Freedom of information advocate

MRU journalism professor fights for citizens’ right to know

Photo of Sean Holman, associate professor of journalism at Mount Royal University.

Sean Holman is an associate professor in journalism who advocates for freedom of information and government transparency. Photo courtesy Laura Balanko-Dickson.

Growing up, Sean Holman, associate professor of journalism at Mount Royal University and gadfly to secretive governments across Canada was used to having his questions answered and information shared ― because of his mom and dad.

“When I was growing up, my parents always explained to me why we were going places or doing certain things,” Holman says. “So I got used to the idea of knowing. When I entered grade school, I found my teachers didn't behave the same way. When I started reporting on provincial politics in British Columbia, I found that our elected representatives were similarly secretive. That's anathema to democracy, but it was also anathema to the way I was raised. So you can blame my parents for me becoming a freedom of information advocate.”

Holman, who is regularly quoted by the media in stories dealing with freedom of information and government transparency, appeared before the House of Commons government operations committee June 19. There, he represented the Canadian COVID-19 Accountability Group of transparency experts that is urging Ottawa to legally require the proactive disclosure of certain types of federal records within 15 days of them being prepared, including health and safety inspection reports and government contracts. The group also wants to see whistleblowers who “witness pandemic-related wrongdoing” in the public service be afforded better legal protections, including through the creation of federal and provincial COVID-19 ombudspersons.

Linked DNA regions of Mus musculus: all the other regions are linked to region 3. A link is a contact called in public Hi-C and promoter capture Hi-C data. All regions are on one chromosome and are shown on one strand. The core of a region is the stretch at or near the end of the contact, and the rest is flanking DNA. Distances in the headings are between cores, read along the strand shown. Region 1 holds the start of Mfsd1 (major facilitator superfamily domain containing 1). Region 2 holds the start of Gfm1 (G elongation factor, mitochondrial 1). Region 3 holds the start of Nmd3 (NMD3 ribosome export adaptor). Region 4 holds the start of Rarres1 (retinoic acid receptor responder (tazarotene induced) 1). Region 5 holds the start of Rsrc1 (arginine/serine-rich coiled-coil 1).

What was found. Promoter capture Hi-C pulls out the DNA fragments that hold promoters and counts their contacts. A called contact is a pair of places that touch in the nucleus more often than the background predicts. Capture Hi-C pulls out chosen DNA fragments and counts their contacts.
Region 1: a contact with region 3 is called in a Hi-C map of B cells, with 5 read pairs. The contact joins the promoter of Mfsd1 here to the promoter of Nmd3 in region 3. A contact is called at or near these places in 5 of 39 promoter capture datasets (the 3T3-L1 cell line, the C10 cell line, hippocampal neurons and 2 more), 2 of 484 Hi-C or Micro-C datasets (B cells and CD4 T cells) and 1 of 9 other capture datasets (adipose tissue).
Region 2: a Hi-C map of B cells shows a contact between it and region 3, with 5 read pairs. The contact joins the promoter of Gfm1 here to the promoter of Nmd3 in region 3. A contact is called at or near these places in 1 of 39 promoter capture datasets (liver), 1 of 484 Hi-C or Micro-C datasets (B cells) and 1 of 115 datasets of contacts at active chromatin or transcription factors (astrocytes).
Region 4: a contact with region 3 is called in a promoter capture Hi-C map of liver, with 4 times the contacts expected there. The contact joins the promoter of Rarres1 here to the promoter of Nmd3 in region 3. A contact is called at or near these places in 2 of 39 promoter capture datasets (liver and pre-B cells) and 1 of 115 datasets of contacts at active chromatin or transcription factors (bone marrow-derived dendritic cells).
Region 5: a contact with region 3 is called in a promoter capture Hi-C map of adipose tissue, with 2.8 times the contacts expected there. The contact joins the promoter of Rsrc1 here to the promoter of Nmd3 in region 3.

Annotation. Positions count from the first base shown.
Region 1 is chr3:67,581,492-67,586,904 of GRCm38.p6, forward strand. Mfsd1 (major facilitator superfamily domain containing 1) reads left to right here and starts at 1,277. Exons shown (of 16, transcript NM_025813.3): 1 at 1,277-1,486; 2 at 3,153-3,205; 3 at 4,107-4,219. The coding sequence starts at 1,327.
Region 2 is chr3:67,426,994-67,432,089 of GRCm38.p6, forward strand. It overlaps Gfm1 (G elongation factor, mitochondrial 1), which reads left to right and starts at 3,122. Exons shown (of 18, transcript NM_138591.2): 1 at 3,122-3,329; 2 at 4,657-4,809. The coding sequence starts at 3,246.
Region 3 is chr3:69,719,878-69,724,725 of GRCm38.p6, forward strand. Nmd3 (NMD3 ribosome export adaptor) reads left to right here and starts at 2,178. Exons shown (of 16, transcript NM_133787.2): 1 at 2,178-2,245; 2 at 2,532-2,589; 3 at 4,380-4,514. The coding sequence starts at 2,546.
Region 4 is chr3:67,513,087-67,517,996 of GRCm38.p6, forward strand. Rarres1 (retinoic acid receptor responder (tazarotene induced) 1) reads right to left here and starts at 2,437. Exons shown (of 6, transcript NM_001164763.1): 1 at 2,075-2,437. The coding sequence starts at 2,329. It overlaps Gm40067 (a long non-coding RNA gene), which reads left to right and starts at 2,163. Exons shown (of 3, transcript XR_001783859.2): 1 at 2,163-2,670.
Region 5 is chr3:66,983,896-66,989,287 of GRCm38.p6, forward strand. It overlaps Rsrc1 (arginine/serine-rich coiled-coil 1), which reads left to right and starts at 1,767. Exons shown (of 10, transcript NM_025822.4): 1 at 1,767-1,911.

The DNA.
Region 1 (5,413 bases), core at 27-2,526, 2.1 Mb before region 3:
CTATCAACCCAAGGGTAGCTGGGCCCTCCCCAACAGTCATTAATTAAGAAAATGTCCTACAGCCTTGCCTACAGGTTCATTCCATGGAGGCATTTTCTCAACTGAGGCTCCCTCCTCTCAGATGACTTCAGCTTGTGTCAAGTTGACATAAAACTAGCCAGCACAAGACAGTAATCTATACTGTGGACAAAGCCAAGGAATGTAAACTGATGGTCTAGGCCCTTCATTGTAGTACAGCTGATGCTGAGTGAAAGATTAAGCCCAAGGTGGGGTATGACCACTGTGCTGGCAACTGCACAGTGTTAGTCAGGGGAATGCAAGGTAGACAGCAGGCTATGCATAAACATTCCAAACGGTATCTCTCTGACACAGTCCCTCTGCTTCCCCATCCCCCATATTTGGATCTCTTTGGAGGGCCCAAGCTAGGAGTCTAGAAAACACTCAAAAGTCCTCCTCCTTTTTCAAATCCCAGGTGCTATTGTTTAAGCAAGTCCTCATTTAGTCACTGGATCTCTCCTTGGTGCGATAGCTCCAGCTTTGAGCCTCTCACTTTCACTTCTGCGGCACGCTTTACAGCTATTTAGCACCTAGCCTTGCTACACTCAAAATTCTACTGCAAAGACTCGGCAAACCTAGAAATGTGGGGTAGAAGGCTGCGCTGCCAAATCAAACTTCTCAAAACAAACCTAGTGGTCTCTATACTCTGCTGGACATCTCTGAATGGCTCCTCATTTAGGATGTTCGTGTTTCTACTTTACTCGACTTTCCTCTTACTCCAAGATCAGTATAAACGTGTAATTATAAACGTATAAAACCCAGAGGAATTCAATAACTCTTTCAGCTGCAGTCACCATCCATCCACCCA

According to a report by the Canadian Press, Holman stressed to the committee that “the need for information accelerates” during an emergency because Canadians “want to make the best possible decisions to keep themselves safe” and make sure governments and corporations are doing the same.

“We recognize that such reforms, which should include financial protection for whistleblowers, will take time, and that’s why we’re calling on the government to publicly declare that it will protect anyone who reports public- or private-sector wrongdoing related to the crisis.”

Holman, who was the founding editor of the pioneering British Columbia-based online investigative political news service Public Eye, a syndicated columnist, a legislative reporter for 24 Hours and the Vancouver Sun, and a weekly talk show host on CFAX 1070, cites numerous documented instances of governments across Canada refusing to share vital information about the pandemic with the public, including Health Canada refusing to provide Maclean’s magazine with historical data about confirmed COVID-19 cases. Federal officials, he says, also refused to respond to questions about how many ventilators and critical care beds Canada might need during the pandemic.

“That secrecy is a problem because democracy hinges on the availability of information. It is assumed we will use such information to make better decisions about the world around us ― whether it’s in the voting booth or the checkout line ― thereby controlling public and private institutions.”